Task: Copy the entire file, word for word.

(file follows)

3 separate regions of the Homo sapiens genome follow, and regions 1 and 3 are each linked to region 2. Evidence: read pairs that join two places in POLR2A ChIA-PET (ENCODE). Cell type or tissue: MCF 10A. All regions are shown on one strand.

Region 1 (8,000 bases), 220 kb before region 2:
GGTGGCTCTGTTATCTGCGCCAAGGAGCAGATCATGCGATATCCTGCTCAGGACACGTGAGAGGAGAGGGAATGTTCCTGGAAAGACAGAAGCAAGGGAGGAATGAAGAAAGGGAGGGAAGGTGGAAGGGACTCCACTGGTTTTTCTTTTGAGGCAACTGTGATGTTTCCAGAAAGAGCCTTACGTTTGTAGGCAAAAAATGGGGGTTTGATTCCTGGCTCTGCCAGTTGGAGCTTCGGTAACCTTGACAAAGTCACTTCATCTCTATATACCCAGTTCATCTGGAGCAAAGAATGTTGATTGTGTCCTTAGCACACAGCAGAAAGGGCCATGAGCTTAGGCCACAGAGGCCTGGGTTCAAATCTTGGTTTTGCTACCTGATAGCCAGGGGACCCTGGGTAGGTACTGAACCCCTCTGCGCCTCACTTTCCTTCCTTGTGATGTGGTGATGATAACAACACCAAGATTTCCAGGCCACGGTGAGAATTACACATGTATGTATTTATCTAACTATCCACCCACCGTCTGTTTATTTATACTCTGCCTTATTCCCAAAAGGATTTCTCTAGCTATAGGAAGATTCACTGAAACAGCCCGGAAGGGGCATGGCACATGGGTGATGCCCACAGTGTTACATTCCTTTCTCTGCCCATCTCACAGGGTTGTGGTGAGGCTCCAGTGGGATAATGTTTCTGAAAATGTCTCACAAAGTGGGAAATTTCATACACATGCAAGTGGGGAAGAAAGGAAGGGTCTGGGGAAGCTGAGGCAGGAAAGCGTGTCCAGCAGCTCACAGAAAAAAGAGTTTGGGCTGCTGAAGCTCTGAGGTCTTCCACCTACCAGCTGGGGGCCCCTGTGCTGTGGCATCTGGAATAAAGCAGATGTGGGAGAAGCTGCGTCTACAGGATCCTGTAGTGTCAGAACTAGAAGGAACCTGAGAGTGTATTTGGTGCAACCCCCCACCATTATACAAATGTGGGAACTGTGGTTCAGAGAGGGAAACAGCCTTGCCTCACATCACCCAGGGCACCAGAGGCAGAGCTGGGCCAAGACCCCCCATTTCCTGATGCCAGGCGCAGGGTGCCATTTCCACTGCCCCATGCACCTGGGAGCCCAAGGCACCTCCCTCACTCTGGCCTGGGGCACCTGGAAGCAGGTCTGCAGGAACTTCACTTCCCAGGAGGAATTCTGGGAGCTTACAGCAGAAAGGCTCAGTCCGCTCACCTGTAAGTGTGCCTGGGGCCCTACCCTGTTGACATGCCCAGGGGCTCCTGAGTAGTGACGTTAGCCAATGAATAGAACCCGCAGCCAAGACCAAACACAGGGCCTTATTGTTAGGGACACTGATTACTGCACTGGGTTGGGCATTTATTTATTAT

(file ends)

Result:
3 separate regions of the Homo sapiens genome follow, and regions 1 and 3 are each linked to region 2. Evidence: read pairs that join two places in POLR2A ChIA-PET (ENCODE). Cell type or tissue: MCF 10A. All regions are shown on one strand.

Region 1 (8,000 bases), 220 kb before region 2:
GGTGGCTCTGTTATCTGCGCCAAGGAGCAGATCATGCGATATCCTGCTCAGGACACGTGAGAGGAGAGGGAATGTTCCTGGAAAGACAGAAGCAAGGGAGGAATGAAGAAAGGGAGGGAAGGTGGAAGGGACTCCACTGGTTTTTCTTTTGAGGCAACTGTGATGTTTCCAGAAAGAGCCTTACGTTTGTAGGCAAAAAATGGGGGTTTGATTCCTGGCTCTGCCAGTTGGAGCTTCGGTAACCTTGACAAAGTCACTTCATCTCTATATACCCAGTTCATCTGGAGCAAAGAATGTTGATTGTGTCCTTAGCACACAGCAGAAAGGGCCATGAGCTTAGGCCACAGAGGCCTGGGTTCAAATCTTGGTTTTGCTACCTGATAGCCAGGGGACCCTGGGTAGGTACTGAACCCCTCTGCGCCTCACTTTCCTTCCTTGTGATGTGGTGATGATAACAACACCAAGATTTCCAGGCCACGGTGAGAATTACACATGTATGTATTTATCTAACTATCCACCCACCGTCTGTTTATTTATACTCTGCCTTATTCCCAAAAGGATTTCTCTAGCTATAGGAAGATTCACTGAAACAGCCCGGAAGGGGCATGGCACATGGGTGATGCCCACAGTGTTACATTCCTTTCTCTGCCCATCTCACAGGGTTGTGGTGAGGCTCCAGTGGGATAATGTTTCTGAAAATGTCTCACAAAGTGGGAAATTTCATACACATGCAAGTGGGGAAGAAAGGAAGGGTCTGGGGAAGCTGAGGCAGGAAAGCGTGTCCAGCAGCTCACAGAAAAAAGAGTTTGGGCTGCTGAAGCTCTGAGGTCTTCCACCTACCAGCTGGGGGCCCCTGTGCTGTGGCATCTGGAATAAAGCAGATGTGGGAGAAGCTGCGTCTACAGGATCCTGTAGTGTCAGAACTAGAAGGAACCTGAGAGTGTATTTGGTGCAACCCCCCACCATTATACAAATGTGGGAACTGTGGTTCAGAGAGGGAAACAGCCTTGCCTCACATCACCCAGGGCACCAGAGGCAGAGCTGGGCCAAGACCCCCCATTTCCTGATGCCAGGCGCAGGGTGCCATTTCCACTGCCCCATGCACCTGGGAGCCCAAGGCACCTCCCTCACTCTGGCCTGGGGCACCTGGAAGCAGGTCTGCAGGAACTTCACTTCCCAGGAGGAATTCTGGGAGCTTACAGCAGAAAGGCTCAGTCCGCTCACCTGTAAGTGTGCCTGGGGCCCTACCCTGTTGACATGCCCAGGGGCTCCTGAGTAGTGACGTTAGCCAATGAATAGAACCCGCAGCCAAGACCAAACACAGGGCCTTATTGTTAGGGACACTGATTACTGCACTGGGTTGGGCATTTATTTATTAT